Medical practice

Concern about rise in UK Lyme disease cases

"Surging numbers of people are being diagnosed with Lyme disease as cases spread from rural areas to the suburbs," the Daily Mail reports. 

The ongoing rise in Lyme disease cases in the UK – thought to be driven by climate change, leading to warmer winters – has been known by public health officials for some time. Reported cases in England and Wales rose from 268 in 2001 to 959 in 2011, but the true figure is thought be much higher. Current estimates put the actual figure at around 3,000 cases a year in England and Wales.

It may also be the case that the disease is, as the Mail puts it, "moving into the suburbs," or least into the parks. A recent study from September 2015 found ticks that could potentially carry infection in two South London parks: Richmond Park and Bushy Park.

This latest media interest in Lyme disease is driven by the fact that a number of high-profile people on both sides of the Atlantic have reported contracting the infection, such as billionaire founder of Phones4U John Caudwell and High School Musical star Selena Gomez.

So what exactly is Lyme’s disease, what are the symptoms and treatments, and most importantly, how can you stop yourself contracting the condition? Find out below.

What is Lyme disease?

Lyme disease, or Lyme borreliosis, is a bacterial infection spread to humans by infected ticks.

Ticks are tiny spider-like creatures found in woodland and heath areas. They feed on the blood of birds and mammals, including humans. Ticks that carry the bacteria responsible for Lyme disease are found throughout the UK and in other parts of Europe and North America.

Lyme disease can often be treated effectively if it's detected early on. But if it's not treated or treatment is delayed, there's a risk you could develop severe and long-lasting symptoms.

Signs and symptoms of Lyme disease

Many people with early-stage Lyme disease develop a distinctive circular rash at the site of the tick bite, usually around three to 30 days after being bitten.

The rash is often described as looking like a bull's-eye on a dart board. The affected area of skin will be red and the edges may feel slightly raised.

The size of the rash can vary significantly and it may expand over several days or weeks. Typically, it's around 15cm (6 inches) across, but it can be much larger or smaller than this. Some people may develop several rashes in different parts of their body.

However, around one in three people with Lyme disease won't develop this rash.

Some people with Lyme disease also experience flu-like symptoms in the early stages, such as tiredness (fatigue), muscle pain, joint pain, headaches, a high temperature (fever), chills and neck stiffness.  

More serious symptoms may develop several weeks, months or even years later, if Lyme disease is left untreated or is not treated early on. These can include:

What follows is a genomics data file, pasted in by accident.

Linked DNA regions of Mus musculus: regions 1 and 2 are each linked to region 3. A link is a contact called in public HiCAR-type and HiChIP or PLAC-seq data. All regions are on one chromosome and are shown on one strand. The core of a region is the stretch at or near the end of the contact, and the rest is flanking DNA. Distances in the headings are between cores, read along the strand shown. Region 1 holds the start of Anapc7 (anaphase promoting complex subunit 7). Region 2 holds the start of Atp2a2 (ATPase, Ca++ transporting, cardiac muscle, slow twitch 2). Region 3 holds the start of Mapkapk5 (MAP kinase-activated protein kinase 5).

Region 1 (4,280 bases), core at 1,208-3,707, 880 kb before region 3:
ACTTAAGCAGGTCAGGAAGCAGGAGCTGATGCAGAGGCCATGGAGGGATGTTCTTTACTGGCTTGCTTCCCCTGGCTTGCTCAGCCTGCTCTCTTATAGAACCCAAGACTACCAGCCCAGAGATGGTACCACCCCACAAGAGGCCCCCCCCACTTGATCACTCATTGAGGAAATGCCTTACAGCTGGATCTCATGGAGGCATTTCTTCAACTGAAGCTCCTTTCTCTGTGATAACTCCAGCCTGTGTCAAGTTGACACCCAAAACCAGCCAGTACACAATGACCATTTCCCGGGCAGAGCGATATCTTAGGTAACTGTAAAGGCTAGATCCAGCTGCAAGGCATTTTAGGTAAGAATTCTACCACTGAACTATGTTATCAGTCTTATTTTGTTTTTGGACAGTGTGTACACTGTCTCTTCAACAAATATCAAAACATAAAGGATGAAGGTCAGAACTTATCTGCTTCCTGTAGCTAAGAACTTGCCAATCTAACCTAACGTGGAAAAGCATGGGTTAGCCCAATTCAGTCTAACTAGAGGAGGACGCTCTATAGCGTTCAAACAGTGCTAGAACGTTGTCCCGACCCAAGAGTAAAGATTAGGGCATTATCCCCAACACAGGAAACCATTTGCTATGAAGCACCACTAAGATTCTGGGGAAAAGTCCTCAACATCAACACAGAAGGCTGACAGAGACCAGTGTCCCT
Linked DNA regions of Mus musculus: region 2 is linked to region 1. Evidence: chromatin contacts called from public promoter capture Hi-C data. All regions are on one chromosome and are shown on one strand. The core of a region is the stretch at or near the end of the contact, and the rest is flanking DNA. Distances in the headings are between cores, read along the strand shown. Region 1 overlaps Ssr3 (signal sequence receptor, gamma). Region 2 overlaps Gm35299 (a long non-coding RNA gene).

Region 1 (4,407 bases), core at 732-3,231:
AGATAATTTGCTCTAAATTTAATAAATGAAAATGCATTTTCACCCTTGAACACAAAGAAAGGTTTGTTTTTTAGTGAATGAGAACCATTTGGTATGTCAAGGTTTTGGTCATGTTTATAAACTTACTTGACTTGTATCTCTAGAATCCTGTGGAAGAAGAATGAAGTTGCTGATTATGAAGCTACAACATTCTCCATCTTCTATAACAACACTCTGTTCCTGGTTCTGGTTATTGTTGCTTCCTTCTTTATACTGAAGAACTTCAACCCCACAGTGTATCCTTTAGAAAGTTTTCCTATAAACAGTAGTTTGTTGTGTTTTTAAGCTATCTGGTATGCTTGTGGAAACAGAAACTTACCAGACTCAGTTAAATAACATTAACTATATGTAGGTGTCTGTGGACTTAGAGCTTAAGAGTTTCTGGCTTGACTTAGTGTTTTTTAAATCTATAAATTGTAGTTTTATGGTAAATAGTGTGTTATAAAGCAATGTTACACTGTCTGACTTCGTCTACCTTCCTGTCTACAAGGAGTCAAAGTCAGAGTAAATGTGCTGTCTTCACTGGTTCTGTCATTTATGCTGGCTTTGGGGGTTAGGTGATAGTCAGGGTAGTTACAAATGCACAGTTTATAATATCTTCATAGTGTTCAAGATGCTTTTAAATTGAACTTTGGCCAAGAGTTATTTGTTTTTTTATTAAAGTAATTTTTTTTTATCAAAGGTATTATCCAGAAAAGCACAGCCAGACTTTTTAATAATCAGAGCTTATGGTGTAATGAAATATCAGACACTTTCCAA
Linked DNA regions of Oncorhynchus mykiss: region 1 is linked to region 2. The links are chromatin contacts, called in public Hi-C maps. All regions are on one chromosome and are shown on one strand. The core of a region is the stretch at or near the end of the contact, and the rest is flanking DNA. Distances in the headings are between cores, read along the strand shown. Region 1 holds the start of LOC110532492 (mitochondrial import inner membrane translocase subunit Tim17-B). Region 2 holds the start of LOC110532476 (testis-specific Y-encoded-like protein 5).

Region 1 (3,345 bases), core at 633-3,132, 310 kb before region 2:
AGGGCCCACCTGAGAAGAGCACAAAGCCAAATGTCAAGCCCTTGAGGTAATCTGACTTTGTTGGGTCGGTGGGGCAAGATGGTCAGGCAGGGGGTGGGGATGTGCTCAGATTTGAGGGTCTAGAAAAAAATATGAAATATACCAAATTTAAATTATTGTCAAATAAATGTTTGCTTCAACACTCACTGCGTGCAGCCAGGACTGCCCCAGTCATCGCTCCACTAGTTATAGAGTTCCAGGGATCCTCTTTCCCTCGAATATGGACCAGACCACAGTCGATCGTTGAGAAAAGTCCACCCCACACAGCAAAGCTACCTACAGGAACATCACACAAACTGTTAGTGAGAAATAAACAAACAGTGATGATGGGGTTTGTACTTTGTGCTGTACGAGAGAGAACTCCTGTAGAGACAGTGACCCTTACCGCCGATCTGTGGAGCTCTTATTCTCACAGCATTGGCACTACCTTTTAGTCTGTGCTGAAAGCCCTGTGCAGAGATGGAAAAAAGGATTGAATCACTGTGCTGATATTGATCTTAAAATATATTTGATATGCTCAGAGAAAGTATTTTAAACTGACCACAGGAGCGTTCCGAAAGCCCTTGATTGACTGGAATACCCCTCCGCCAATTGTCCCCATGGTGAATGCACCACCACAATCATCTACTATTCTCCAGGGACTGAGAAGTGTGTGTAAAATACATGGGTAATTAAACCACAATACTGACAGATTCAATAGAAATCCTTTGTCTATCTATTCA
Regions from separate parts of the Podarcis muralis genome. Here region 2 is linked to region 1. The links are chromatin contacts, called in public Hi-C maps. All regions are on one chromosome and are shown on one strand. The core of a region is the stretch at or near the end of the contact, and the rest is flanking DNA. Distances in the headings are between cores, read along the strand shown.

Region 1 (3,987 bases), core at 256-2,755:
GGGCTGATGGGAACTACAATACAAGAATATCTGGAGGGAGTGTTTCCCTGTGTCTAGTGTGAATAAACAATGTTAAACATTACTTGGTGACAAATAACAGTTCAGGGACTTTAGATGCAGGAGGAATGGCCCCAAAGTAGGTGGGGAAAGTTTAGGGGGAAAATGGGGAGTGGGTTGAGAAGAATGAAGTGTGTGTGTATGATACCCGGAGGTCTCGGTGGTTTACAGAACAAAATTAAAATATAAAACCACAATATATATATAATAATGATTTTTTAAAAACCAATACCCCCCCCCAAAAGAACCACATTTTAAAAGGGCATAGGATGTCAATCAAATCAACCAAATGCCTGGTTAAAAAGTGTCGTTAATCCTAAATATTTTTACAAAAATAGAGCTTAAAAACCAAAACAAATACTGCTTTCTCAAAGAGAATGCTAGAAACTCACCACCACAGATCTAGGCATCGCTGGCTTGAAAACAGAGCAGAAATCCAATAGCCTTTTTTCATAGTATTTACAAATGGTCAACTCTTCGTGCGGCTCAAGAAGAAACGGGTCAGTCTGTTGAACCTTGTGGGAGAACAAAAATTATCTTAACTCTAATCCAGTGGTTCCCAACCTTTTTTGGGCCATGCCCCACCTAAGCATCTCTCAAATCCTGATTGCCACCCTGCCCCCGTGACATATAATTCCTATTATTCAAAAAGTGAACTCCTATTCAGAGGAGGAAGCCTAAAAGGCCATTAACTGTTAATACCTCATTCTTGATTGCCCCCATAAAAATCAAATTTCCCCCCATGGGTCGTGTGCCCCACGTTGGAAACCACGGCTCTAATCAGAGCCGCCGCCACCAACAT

• pain and swelling in the joints (inflammatory arthritis)
  • problems affecting the nervous system – such as numbness and pain in your limbs, paralysis of your facial muscles, memory problems and difficulty concentrating
  • heart problems – such as myocarditis, pericarditis, heart block and heart failure
  • meningitis – which can cause a severe headache, a stiff neck and increased sensitivity to light

Some of these problems will slowly get better with treatment, although they can persist if treatment is started late.

A few people with Lyme disease go on to develop long-term symptoms similar to those of fibromyalgia or chronic fatigue syndrome.

When to see your GP

You should see your GP if you develop any of the symptoms described above after being bitten by a tick, or if you think you may have been bitten. Make sure you let your GP know if you've spent time in woodland or heath areas where ticks are known to live.

Treating Lyme disease

If you develop symptoms of Lyme disease, you will normally be given a course of antibiotic tablets, capsules or liquid. Most people will require a two- to four-week course, depending on the stage of the condition.

If you are prescribed antibiotics, it's important to finish the course, even if you are feeling better, because this will help ensure that all the bacteria are killed.

Preventing Lyme disease

There is currently no vaccine available to prevent Lyme disease. The best way to prevent the condition is to be aware of the risks when you visit areas where ticks are found and to take sensible precautions.

You can reduce the risk of infection by:

  • keeping to footpaths and avoiding long grass when out walking
  • wearing appropriate clothing in tick-infested areas (a long-sleeved shirt and trousers tucked into your socks)
  • wearing light-coloured fabrics that may help you spot a tick on your clothes
  • using insect repellent on exposed skin
  • inspecting your skin for ticks, particularly at the end of the day, including your head, neck and skin folds (armpits, groin and waistband) – remove any ticks you find promptly
  • checking your children's head and neck areas, including their scalp
  • making sure ticks are not brought home on your clothes
  • checking that pets do not bring ticks into your home in their fur

NHS Attribution